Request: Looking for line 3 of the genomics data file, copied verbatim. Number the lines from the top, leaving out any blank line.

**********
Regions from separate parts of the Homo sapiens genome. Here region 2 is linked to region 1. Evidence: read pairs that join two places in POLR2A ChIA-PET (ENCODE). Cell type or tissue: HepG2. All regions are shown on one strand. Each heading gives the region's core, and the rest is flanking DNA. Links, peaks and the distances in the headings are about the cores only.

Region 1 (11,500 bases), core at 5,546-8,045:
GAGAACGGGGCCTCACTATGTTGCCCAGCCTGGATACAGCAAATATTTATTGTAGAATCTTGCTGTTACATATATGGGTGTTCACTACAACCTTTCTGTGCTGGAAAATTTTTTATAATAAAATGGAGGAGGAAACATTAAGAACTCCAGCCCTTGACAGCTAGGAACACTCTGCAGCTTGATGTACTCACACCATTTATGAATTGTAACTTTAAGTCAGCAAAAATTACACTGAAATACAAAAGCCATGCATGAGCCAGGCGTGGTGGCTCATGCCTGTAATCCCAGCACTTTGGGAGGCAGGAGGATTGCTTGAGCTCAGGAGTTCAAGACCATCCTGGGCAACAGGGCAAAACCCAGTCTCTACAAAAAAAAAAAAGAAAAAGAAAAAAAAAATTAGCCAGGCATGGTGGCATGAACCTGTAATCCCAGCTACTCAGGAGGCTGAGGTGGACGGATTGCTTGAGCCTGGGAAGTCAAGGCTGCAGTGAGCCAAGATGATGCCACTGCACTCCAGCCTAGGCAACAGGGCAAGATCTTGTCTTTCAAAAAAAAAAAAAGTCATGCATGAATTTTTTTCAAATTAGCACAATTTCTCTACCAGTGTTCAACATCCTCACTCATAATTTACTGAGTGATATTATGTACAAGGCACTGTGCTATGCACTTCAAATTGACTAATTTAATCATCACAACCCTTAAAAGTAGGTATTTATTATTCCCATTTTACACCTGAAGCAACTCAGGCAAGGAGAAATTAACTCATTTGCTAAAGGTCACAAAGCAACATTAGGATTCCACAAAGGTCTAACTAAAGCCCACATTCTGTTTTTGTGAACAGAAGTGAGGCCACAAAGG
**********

GAGAACGGGGCCTCACTATGTTGCCCAGCCTGGATACAGCAAATATTTATTGTAGAATCTTGCTGTTACATATATGGGTGTTCACTACAACCTTTCTGTGCTGGAAAATTTTTTATAATAAAATGGAGGAGGAAACATTAAGAACTCCAGCCCTTGACAGCTAGGAACACTCTGCAGCTTGATGTACTCACACCATTTATGAATTGTAACTTTAAGTCAGCAAAAATTACACTGAAATACAAAAGCCATGCATGAGCCAGGCGTGGTGGCTCATGCCTGTAATCCCAGCACTTTGGGAGGCAGGAGGATTGCTTGAGCTCAGGAGTTCAAGACCATCCTGGGCAACAGGGCAAAACCCAGTCTCTACAAAAAAAAAAAAGAAAAAGAAAAAAAAAATTAGCCAGGCATGGTGGCATGAACCTGTAATCCCAGCTACTCAGGAGGCTGAGGTGGACGGATTGCTTGAGCCTGGGAAGTCAAGGCTGCAGTGAGCCAAGATGATGCCACTGCACTCCAGCCTAGGCAACAGGGCAAGATCTTGTCTTTCAAAAAAAAAAAAAGTCATGCATGAATTTTTTTCAAATTAGCACAATTTCTCTACCAGTGTTCAACATCCTCACTCATAATTTACTGAGTGATATTATGTACAAGGCACTGTGCTATGCACTTCAAATTGACTAATTTAATCATCACAACCCTTAAAAGTAGGTATTTATTATTCCCATTTTACACCTGAAGCAACTCAGGCAAGGAGAAATTAACTCATTTGCTAAAGGTCACAAAGCAACATTAGGATTCCACAAAGGTCTAACTAAAGCCCACATTCTGTTTTTGTGAACAGAAGTGAGGCCACAAAGG